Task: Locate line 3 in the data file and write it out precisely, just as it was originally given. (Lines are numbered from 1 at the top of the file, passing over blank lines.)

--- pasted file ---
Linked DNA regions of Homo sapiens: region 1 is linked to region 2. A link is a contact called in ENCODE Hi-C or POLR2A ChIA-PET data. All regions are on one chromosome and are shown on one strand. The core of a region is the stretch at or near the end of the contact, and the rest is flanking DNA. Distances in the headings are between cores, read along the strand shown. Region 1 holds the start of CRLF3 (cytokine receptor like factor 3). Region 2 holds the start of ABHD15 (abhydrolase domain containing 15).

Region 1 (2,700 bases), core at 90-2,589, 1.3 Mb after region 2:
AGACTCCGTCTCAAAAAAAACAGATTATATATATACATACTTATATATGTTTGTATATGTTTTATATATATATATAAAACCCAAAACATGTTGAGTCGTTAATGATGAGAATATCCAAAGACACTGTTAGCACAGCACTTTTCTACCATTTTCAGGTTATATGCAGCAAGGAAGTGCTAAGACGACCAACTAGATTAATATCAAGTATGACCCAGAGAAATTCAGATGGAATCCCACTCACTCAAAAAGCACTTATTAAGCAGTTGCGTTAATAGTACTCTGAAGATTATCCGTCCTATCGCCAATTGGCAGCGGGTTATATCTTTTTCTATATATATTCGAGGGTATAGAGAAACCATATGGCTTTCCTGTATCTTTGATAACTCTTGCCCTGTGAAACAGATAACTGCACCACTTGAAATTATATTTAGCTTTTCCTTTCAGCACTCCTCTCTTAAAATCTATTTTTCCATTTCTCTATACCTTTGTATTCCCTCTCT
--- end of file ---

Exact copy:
AGACTCCGTCTCAAAAAAAACAGATTATATATATACATACTTATATATGTTTGTATATGTTTTATATATATATATAAAACCCAAAACATGTTGAGTCGTTAATGATGAGAATATCCAAAGACACTGTTAGCACAGCACTTTTCTACCATTTTCAGGTTATATGCAGCAAGGAAGTGCTAAGACGACCAACTAGATTAATATCAAGTATGACCCAGAGAAATTCAGATGGAATCCCACTCACTCAAAAAGCACTTATTAAGCAGTTGCGTTAATAGTACTCTGAAGATTATCCGTCCTATCGCCAATTGGCAGCGGGTTATATCTTTTTCTATATATATTCGAGGGTATAGAGAAACCATATGGCTTTCCTGTATCTTTGATAACTCTTGCCCTGTGAAACAGATAACTGCACCACTTGAAATTATATTTAGCTTTTCCTTTCAGCACTCCTCTCTTAAAATCTATTTTTCCATTTCTCTATACCTTTGTATTCCCTCTCT